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In EnergyPlus, the zone equipment (ZoneHVAC:*) do not model an outside air system. Instead they model outdoor air mixers integral with the zone equipment model. This means there is only a single fan object and an outdoor air mixer (no OA system as in AirloopHVAC equipment).

ZoneHVAC:TerminalUnit:VariableRefrigerantFlow,
Fan:ConstantVolume,      !- Supply Air Fan Object Type
TU1 VRF Supply Fan,      !- Supply Air Fan Object Name
OutdoorAir:Mixer,        !- Outside Air Mixer Object Type
TU1 OA Mixer,            !- Outside Air Mixer Object Name

Since your terminal unit equipment uses constant fan operation, the amount of outdoor air will not vary while the terminal units are operating. Outdoor air will turn off when the terminal unit turns off (based on availability), but will be constant otherwise.

You could use a cycling fan (Fan:OnOff) to model varying outdoor air proportional to the terminal unit coil PLR, however, this will also vary the terminal unit supply air flow which may not be your intention. It's not a bad idea to compare energy use of cycling versus constant fan operation mode scenarios just so you have an idea of the (fan) energy impacts.

VRFFanSchedule,          !- Supply Air Fan Operating Mode Schedule Name

In EnergyPlus, the zone equipment (ZoneHVAC:*) do not model an outside air system. Instead they model outdoor air mixers integral with the zone equipment model. This means there is only a single fan object and an outdoor air mixer (no OA system as in AirloopHVAC equipment).

ZoneHVAC:TerminalUnit:VariableRefrigerantFlow,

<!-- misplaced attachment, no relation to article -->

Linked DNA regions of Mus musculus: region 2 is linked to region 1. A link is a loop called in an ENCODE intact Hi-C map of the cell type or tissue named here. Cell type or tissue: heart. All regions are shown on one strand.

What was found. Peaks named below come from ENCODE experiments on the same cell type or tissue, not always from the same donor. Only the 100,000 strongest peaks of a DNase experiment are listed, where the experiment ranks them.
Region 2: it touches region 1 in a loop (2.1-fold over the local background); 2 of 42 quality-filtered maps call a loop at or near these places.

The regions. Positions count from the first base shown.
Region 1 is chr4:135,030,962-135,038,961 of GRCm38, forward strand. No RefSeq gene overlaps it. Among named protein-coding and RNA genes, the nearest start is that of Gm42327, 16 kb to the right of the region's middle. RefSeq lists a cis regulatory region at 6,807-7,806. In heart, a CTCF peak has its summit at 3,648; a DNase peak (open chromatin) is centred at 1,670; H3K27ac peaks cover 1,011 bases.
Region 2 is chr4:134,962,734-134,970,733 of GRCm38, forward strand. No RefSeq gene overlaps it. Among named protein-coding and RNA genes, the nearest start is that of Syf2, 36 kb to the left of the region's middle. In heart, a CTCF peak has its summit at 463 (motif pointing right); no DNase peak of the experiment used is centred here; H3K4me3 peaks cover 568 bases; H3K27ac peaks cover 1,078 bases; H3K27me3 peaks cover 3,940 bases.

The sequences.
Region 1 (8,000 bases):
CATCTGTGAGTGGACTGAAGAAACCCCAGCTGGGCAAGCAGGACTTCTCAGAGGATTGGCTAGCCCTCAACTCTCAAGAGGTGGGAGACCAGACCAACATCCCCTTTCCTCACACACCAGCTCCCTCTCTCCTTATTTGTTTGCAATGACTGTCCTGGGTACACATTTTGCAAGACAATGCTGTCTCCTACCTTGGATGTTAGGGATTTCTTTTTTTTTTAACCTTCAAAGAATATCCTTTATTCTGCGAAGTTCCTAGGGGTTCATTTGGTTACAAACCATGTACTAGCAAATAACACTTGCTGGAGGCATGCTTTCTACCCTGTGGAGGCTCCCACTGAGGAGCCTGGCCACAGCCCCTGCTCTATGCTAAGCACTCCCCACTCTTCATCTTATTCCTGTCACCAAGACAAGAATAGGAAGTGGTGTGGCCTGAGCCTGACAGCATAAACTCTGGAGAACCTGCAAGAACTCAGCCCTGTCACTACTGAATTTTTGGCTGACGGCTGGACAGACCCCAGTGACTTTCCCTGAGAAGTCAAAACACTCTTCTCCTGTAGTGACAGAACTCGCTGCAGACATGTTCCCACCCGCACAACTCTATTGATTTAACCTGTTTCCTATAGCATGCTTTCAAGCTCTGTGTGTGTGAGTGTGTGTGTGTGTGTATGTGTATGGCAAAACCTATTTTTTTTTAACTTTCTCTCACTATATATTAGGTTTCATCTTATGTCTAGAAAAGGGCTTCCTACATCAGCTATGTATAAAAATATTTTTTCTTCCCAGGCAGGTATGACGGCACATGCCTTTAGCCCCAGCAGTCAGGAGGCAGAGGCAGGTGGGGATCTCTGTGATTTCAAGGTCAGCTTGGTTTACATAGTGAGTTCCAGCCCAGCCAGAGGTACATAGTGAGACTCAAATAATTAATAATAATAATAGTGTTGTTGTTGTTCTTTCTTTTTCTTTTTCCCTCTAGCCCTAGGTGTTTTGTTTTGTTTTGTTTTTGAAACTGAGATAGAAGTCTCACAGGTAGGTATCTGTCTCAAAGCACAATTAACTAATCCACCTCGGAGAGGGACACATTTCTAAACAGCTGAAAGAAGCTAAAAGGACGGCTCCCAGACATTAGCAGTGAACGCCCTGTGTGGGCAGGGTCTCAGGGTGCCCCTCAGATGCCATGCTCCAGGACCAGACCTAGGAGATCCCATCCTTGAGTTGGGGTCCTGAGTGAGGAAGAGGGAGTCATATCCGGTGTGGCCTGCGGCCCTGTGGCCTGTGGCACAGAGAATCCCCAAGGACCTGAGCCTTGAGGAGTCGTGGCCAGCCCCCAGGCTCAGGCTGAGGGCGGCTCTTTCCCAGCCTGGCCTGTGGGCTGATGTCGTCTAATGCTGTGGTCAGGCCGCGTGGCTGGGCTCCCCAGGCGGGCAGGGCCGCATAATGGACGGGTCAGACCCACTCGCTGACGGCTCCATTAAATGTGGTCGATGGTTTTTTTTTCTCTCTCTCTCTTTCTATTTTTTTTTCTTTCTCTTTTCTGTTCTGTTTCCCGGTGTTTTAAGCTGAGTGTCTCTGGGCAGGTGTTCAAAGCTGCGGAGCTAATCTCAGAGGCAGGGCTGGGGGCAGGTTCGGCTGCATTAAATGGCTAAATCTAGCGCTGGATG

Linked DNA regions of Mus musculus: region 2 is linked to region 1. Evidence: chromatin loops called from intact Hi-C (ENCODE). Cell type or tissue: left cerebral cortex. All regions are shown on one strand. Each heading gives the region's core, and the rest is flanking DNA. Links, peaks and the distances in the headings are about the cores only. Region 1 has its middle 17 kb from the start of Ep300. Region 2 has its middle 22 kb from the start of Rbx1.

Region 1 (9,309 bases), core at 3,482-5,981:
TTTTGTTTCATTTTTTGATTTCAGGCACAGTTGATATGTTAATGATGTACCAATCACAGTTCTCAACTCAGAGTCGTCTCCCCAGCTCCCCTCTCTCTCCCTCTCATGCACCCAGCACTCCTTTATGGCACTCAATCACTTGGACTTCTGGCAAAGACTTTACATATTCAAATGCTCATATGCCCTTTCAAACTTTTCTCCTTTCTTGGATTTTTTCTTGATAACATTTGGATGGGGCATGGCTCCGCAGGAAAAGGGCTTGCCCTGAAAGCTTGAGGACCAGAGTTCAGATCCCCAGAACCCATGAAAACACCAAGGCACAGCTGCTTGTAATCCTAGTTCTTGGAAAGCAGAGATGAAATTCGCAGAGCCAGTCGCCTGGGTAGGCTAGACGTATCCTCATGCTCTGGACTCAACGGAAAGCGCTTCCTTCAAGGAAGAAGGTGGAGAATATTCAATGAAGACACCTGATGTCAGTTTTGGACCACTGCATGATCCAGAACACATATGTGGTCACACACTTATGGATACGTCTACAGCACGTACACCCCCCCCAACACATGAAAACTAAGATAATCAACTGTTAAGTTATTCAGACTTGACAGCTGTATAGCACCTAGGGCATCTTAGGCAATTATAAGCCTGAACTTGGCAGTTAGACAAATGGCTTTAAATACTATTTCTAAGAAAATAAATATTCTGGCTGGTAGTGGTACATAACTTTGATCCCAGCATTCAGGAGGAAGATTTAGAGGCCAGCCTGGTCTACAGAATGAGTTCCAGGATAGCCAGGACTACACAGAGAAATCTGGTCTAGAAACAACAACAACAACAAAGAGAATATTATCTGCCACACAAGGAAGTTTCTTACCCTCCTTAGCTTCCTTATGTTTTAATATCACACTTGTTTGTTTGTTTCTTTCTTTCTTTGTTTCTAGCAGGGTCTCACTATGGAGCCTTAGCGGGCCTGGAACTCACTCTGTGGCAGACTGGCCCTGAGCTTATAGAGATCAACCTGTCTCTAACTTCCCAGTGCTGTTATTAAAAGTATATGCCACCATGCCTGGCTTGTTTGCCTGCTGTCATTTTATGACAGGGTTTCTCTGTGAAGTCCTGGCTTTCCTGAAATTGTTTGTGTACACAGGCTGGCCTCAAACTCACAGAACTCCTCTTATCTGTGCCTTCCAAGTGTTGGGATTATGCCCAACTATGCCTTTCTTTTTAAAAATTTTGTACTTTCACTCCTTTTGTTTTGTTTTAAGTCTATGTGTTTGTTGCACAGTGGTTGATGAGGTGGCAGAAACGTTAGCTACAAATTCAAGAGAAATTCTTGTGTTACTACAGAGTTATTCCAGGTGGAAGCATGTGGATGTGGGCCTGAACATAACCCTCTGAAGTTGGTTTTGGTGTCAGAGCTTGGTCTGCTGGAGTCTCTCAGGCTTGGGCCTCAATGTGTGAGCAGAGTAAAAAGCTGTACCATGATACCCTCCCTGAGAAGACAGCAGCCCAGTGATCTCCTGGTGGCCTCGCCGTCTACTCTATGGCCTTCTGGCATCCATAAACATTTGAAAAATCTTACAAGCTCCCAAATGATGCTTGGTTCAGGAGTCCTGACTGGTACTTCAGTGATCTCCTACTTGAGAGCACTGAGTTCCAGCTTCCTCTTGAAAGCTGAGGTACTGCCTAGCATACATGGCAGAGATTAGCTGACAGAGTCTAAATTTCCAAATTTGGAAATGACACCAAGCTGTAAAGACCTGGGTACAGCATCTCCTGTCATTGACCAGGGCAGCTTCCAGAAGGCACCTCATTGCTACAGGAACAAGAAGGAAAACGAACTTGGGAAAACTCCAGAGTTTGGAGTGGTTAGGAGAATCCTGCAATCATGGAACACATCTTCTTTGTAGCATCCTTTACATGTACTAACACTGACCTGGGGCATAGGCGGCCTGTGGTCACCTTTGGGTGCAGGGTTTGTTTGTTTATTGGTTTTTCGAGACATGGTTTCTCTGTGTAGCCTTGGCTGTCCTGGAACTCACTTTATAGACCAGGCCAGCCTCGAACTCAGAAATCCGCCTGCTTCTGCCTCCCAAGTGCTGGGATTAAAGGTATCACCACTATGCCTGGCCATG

Fan:ConstantVolume,      !- Supply Air Fan Object Type
TU1 VRF Supply Fan,      !- Supply Air Fan Object Name
OutdoorAir:Mixer,        !- Outside Air Mixer Object Type
TU1 OA Mixer,            !- Outside Air Mixer Object Name

Since your terminal unit equipment uses constant fan operation, the amount of outdoor air will not vary while the terminal units are operating. Outdoor air will turn off when the terminal unit turns off (based on availability), but will be constant otherwise.

You could use a cycling fan (Fan:OnOff) to model varying outdoor air proportional to the terminal unit coil PLR, however, this will also vary the terminal unit supply air flow which may not be your intention. To do this, use a 0 in the Supply Air Fan Operating Mode Schedule to denote cycling fan operation, and a 1 to denote constant fan operation. You could use constant fan during occupied hour and cycling fan during unoccupied hours. It's not a bad idea to compare energy use of various cycling versus fan operation schemes to one that uses constant fan operation mode scenarios just so you have an idea of the (fan) energy impacts.

VRFFanSchedule,          !- Supply Air Fan Operating Mode Schedule Name